Some quick hits to round out the weekend.
If you’re anything like me, Sundays are about lounging on the couch and catching up on my reading while boring playoff football drones in the background. If you’re looking for something to read, here are a couple of my favorite from the week.
Alice Oswald’s Falling Awake was my favorite poetry book in a long time, not that I am versed in even the smallest percentage of contemporary poetry. The centerpiece is a long meditation on the myth of Tithonus, who was granted immortality by Eos, the goddess of Dawn, but failed to get youth in the process. It’s a real-time look at the unfurling dawn, seen by her ancient and possibly gently mad lover, who suspends himself in the dark just to see his love come to life. Oswald gorgeously paints the world awakening, with a level of beauty nearly scientific in its precision and microscopic in its vision. Over at the LA Review of Books, Sumita Chakraborty has a wonderfully-written and well-observed dissection of Falling Awake, whose other poems are nearly as powerful. Her article does a great job of placing Falling Awake in Oswald’s body of work, and her engagement with the world.
Like most people, I’m only familiar with Rumi through the “interpretations” of Coleman Barks. I’m not capable of saying if Barks is unfairly maligned or not, but I do know that, in seeing an inspirational Rumi calendar at Whole Foods the other day, I blanched at how much he’s been sanctified into a bore by the pop-psychology feel-good mentality of our stupid times. To the New Yorker‘s Razina Ali, that’s partly because Barks and others have essentially stripped Rumi of his Muslim identity, trying to make Sufism less a branch of Islam than of a “Coexist” bumper sticker. By pretending that he was a mystic in spite of his Muslim faith, instead of because of it, not only do we not see the real Rumi, but we strip Islam of its history and variety.
Speaking of bigotry, let’s talk about Trump. In an article about the actual lived experience of authoritarian governments, Tom Pepinksy doesn’t actually mention the President-Elect, but it is unmistakeably about the danger of the times we live in. Pepinsky reminds us that the opposite of democracy is rarely 1984, but a managed system that looks like Malayasia or Russia. Life for the bulk of us will be normal: we’ll be looking for jobs, getting married, going to soccer games, maybe complaining about the government to our friends. It’s a very well-argued piece about how easily what we take for granted can go away simply because it won’t dramatically affect us. Here’s the money quote.
The fantasy of authoritarianism distracts Americans from the mundane ways in which the mechanisms of political competition and checks and balances can erode. Democracy has not survived because the alternatives are acutely horrible, and if it ends, it will not end in a bang. It is more likely that democracy ends, with a whimper, when the case for supporting it—the case, that is, for everyday democracy—is no longer compelling.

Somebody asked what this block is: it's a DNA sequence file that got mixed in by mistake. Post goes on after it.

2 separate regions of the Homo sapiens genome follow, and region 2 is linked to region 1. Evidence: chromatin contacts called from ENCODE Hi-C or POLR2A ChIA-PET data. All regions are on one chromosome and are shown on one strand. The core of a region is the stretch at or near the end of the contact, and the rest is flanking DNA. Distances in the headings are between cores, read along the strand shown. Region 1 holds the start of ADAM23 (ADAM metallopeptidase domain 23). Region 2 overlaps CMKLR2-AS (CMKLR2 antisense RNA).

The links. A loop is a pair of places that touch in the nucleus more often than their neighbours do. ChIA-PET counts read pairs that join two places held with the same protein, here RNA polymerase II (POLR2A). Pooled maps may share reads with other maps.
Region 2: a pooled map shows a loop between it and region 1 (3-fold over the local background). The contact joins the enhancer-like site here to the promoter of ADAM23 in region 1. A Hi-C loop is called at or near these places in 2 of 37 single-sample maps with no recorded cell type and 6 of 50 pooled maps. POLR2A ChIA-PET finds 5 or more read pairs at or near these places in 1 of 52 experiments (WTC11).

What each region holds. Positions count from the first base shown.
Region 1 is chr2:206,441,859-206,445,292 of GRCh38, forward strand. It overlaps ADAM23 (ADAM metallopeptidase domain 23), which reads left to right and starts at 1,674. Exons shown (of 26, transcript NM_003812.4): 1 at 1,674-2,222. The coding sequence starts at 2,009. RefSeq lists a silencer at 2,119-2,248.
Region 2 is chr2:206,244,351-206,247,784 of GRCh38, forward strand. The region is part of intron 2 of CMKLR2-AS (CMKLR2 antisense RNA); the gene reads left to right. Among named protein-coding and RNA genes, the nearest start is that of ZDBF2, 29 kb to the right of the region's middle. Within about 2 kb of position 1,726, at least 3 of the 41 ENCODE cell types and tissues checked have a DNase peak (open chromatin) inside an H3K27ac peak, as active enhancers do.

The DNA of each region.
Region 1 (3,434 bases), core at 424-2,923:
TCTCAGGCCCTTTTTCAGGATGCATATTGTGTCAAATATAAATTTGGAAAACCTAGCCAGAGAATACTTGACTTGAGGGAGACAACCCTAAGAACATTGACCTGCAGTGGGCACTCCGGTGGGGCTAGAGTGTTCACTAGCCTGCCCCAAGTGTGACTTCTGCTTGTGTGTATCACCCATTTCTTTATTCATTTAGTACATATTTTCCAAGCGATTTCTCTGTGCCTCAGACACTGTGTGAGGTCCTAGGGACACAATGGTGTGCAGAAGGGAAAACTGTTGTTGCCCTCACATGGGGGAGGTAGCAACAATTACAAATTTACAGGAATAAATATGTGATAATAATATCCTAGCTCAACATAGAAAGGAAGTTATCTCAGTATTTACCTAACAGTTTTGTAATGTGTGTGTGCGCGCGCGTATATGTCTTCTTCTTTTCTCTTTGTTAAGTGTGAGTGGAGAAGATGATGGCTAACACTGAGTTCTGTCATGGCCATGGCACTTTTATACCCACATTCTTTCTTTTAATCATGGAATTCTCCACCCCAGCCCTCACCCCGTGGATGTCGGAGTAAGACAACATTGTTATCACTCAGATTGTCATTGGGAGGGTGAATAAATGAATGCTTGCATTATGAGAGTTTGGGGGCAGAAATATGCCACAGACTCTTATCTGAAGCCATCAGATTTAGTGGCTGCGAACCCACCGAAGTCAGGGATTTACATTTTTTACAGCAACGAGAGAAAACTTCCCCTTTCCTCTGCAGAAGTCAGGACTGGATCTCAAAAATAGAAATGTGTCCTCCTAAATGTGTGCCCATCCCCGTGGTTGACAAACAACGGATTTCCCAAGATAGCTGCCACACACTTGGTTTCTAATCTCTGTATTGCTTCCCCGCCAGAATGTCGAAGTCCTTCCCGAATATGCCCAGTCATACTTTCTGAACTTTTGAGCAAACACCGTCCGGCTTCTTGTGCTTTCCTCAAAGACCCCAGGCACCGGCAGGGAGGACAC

But if there’s one thing most people are happy about with the Trump administration, it is that there will finally be infrastructure spending. When Obama was President, of course, the GOP blocked spending on infrastructure because they believed strongly in fiscal responsibility (and not because they cynically didn’t want to let Obama do something popular, heaven forbid). But now the gates are opened, and everyone is happy, right? Well, Charles Mahron at Strong Cities isn’t. In his view, dumping money will make cities more car-oriented and poorer.
It’s a good argument, to me, for a few reasons. At the most basic level, it is because the feds will pay for a new interchange, but not its eventual repair and maintenance costs. They are also often wasted: after all, as he points out, a town needs better public transportation, more sidewalks, and basic repair more than they need a new off-ramp. But fixing sidewalks don’t have photo-op ready ribbon cuttings. And, he worries, since our politics is very suburban-exurban oriented, all we’ll be getting are these big projects that might create some jobs, but in the medium (and long) term will harm our cities.
He’s right, of course: I think the last election will make it harder to reorient our ideas about transportation. The infrastructure bill could have been geared toward public trans and making smarter, stronger cities. But it will most likely be more auto-oriented and exurban. That is a good representation of what elections mean on a higher, but also more focused micro level. It will impact how most of us live.
To William Perry, former SecDef, the election will impact how we live in a different way: or rather, how we’ll die in a horrible civilization-destroying nuclear fireball. Perry, who knows as much about this as any living person, fears we’re slipping toward potential Armageddon by a terrifying combination of belligerence and complacency. As this excellent Politico article details, Perry has been trying to get people to really pay attention to the dangers we’re facing. This isn’t due to Trump, but he may exacerbate it. Perry doesn’t say that end is imminent, or even plausible, but it is more possible every year. All it takes is one mistake.
What’s most scary is how Perry points out that we don’t truly understand what one nuke going off in a city would do. I don’t mean the pain and horror, but how we would certainly change everything about our civilization. We would have soft authoritarianism at a minimum. At the maximum, we’d have a true jack-booted sort of state. And that’s assuming there isn’t a nuclear exchange which kills us all.
Enjoy the rest of the day!
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